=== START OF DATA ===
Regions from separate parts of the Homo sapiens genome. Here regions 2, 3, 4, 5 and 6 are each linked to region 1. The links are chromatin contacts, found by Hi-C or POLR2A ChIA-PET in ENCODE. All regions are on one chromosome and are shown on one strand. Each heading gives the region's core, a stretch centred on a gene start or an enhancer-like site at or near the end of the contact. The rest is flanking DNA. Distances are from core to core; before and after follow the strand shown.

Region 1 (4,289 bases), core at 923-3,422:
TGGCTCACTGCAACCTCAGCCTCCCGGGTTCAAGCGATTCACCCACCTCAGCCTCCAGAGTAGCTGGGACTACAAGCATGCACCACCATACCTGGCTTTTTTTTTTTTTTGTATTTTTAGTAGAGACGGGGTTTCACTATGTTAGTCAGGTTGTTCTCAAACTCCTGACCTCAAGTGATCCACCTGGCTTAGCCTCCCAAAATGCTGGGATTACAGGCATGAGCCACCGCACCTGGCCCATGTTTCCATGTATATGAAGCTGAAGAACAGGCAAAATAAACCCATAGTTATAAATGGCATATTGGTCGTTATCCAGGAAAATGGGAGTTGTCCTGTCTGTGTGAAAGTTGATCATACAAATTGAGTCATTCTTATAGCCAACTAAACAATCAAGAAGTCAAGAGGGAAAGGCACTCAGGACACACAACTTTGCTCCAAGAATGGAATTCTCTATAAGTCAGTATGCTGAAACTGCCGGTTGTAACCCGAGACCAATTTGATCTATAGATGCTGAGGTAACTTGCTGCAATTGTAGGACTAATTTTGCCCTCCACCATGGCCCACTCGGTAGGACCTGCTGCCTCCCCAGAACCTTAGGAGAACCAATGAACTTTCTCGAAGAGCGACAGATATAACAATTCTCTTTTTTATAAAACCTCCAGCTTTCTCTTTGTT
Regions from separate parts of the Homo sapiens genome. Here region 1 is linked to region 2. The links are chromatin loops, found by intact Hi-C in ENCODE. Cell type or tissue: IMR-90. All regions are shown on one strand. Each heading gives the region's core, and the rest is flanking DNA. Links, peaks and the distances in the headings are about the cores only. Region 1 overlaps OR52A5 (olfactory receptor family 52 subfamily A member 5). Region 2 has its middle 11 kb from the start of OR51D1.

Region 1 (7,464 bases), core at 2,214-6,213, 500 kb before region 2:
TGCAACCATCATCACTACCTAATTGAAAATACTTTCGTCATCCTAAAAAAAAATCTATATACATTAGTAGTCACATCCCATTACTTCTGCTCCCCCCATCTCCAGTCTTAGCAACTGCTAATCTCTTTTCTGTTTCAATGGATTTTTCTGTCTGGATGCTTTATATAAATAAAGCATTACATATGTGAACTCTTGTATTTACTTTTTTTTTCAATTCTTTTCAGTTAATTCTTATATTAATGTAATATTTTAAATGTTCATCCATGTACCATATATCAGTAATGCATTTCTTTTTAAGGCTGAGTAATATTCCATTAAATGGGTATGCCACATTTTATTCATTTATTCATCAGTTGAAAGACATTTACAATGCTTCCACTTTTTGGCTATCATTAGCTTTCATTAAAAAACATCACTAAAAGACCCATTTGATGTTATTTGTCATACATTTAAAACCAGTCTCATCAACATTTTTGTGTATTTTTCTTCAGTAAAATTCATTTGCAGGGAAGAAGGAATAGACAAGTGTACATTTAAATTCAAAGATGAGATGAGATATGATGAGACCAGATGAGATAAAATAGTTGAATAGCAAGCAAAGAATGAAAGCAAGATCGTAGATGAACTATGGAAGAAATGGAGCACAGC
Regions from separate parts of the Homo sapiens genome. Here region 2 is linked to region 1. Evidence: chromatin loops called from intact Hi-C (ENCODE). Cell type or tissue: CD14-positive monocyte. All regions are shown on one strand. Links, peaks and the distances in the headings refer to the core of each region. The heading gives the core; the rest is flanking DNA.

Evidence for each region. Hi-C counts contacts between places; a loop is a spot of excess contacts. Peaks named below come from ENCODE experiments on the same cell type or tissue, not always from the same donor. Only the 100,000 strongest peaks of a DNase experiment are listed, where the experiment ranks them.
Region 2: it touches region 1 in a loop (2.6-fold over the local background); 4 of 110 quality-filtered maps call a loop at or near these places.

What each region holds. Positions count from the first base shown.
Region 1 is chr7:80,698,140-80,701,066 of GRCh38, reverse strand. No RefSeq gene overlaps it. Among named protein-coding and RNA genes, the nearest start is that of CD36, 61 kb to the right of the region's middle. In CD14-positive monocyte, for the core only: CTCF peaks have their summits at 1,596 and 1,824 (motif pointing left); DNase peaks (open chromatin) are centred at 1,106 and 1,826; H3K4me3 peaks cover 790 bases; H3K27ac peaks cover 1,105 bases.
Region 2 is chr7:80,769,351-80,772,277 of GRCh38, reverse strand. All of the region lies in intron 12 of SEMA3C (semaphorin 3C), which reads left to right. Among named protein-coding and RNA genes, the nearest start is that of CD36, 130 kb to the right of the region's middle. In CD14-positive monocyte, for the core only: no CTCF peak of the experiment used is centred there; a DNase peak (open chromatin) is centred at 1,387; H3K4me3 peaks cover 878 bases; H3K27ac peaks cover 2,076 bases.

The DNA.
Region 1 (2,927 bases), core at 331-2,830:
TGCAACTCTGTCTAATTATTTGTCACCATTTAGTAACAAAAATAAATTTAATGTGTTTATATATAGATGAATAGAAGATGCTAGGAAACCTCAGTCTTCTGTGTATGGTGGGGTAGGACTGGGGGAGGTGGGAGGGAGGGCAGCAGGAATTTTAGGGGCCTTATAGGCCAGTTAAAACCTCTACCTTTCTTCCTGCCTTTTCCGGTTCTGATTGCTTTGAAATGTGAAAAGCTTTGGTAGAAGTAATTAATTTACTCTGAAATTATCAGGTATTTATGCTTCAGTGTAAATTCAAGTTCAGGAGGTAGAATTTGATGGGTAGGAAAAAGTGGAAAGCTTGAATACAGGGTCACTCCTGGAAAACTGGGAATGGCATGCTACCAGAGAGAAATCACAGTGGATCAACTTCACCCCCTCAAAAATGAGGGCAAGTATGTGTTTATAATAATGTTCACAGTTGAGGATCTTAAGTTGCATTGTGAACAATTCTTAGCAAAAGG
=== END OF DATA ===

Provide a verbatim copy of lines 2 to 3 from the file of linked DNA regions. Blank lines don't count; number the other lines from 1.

Region 1 (4,289 bases), core at 923-3,422:
TGGCTCACTGCAACCTCAGCCTCCCGGGTTCAAGCGATTCACCCACCTCAGCCTCCAGAGTAGCTGGGACTACAAGCATGCACCACCATACCTGGCTTTTTTTTTTTTTTGTATTTTTAGTAGAGACGGGGTTTCACTATGTTAGTCAGGTTGTTCTCAAACTCCTGACCTCAAGTGATCCACCTGGCTTAGCCTCCCAAAATGCTGGGATTACAGGCATGAGCCACCGCACCTGGCCCATGTTTCCATGTATATGAAGCTGAAGAACAGGCAAAATAAACCCATAGTTATAAATGGCATATTGGTCGTTATCCAGGAAAATGGGAGTTGTCCTGTCTGTGTGAAAGTTGATCATACAAATTGAGTCATTCTTATAGCCAACTAAACAATCAAGAAGTCAAGAGGGAAAGGCACTCAGGACACACAACTTTGCTCCAAGAATGGAATTCTCTATAAGTCAGTATGCTGAAACTGCCGGTTGTAACCCGAGACCAATTTGATCTATAGATGCTGAGGTAACTTGCTGCAATTGTAGGACTAATTTTGCCCTCCACCATGGCCCACTCGGTAGGACCTGCTGCCTCCCCAGAACCTTAGGAGAACCAATGAACTTTCTCGAAGAGCGACAGATATAACAATTCTCTTTTTTATAAAACCTCCAGCTTTCTCTTTGTT